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date: 18 April 2019

Abstract and Keywords

The fundamental assumption of commentators from the early modern period is that tasteful music functions simultaneously to express sentiment and to move listener-spectators. The three core elements of the baroque operatic spectacle—poetry, music, and dance—are defined by their ability to express and convey passion. Commentators point to the particular ability of musical language—and its combination with poetry and movement—to represent that which is out of reach of spoken language, or below the threshold of linguistic representation. Although both dramma per musica and the tragédie en musique arose and were fundamentally grounded in monarchical cultural worlds, both also endured successfully as public art forms. Aesthetically, baroque opera exhibits and revels in nested structures, manifested in plays within plays and in references that place the operatic moment within a social world outside the opera. Opera left this aesthetic behind as it moved into the second half of the eighteenth century, influenced by the views of Jean-Jacques Rousseau and the works of Christoph Willibald Ritter von Gluck among others.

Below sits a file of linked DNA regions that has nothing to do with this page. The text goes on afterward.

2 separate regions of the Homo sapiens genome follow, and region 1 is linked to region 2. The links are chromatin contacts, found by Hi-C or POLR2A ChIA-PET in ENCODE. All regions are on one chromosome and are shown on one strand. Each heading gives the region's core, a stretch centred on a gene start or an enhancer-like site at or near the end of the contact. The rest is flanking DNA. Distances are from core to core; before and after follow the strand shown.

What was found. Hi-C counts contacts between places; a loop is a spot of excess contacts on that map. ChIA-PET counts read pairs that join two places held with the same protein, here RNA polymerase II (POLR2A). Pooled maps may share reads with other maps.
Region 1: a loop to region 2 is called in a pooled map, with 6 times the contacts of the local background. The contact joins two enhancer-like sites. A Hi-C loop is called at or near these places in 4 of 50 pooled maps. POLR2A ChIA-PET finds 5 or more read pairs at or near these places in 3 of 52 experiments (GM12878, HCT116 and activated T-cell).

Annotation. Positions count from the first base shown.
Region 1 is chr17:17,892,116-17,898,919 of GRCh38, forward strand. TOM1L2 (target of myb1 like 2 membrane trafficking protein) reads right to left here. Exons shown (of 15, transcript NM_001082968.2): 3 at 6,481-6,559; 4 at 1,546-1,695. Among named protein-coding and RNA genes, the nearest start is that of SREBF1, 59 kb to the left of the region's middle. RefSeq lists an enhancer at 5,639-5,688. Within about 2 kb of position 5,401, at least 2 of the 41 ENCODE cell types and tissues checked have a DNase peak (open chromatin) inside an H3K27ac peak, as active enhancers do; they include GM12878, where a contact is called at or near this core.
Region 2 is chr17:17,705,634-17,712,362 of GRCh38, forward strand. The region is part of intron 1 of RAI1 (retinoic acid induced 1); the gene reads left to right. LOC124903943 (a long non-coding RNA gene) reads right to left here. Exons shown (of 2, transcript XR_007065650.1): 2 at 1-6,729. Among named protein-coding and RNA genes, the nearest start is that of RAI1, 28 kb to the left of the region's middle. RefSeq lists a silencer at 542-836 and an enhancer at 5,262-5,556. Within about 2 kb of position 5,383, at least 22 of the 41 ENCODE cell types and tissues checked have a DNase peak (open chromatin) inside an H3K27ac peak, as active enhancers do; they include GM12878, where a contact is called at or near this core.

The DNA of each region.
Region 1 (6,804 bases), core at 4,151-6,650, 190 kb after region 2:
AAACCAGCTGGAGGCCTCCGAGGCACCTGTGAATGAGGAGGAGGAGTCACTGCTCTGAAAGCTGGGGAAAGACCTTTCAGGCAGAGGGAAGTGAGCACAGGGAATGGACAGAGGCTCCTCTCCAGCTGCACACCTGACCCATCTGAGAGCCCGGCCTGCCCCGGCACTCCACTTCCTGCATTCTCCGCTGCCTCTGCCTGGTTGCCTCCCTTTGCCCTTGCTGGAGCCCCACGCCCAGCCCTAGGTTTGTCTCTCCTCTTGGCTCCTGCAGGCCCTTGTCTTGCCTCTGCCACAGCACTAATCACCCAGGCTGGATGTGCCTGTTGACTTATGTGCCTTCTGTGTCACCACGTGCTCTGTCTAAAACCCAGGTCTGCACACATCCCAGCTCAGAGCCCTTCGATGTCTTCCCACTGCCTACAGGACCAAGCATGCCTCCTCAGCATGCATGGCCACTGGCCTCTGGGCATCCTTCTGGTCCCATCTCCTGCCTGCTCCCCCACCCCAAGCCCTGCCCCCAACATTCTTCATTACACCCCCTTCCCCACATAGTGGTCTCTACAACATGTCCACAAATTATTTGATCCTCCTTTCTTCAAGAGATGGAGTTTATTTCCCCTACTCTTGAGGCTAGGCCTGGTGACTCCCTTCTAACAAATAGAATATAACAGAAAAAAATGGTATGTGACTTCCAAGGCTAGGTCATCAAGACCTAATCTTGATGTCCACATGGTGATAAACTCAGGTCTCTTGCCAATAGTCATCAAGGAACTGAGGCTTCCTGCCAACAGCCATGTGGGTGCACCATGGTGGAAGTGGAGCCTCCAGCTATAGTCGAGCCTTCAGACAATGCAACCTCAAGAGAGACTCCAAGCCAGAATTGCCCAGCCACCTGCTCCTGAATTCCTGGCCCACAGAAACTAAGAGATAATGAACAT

Keywords: Baroque, dramma per musica, tragédie en musique, baroque opera, nested structures, musical language

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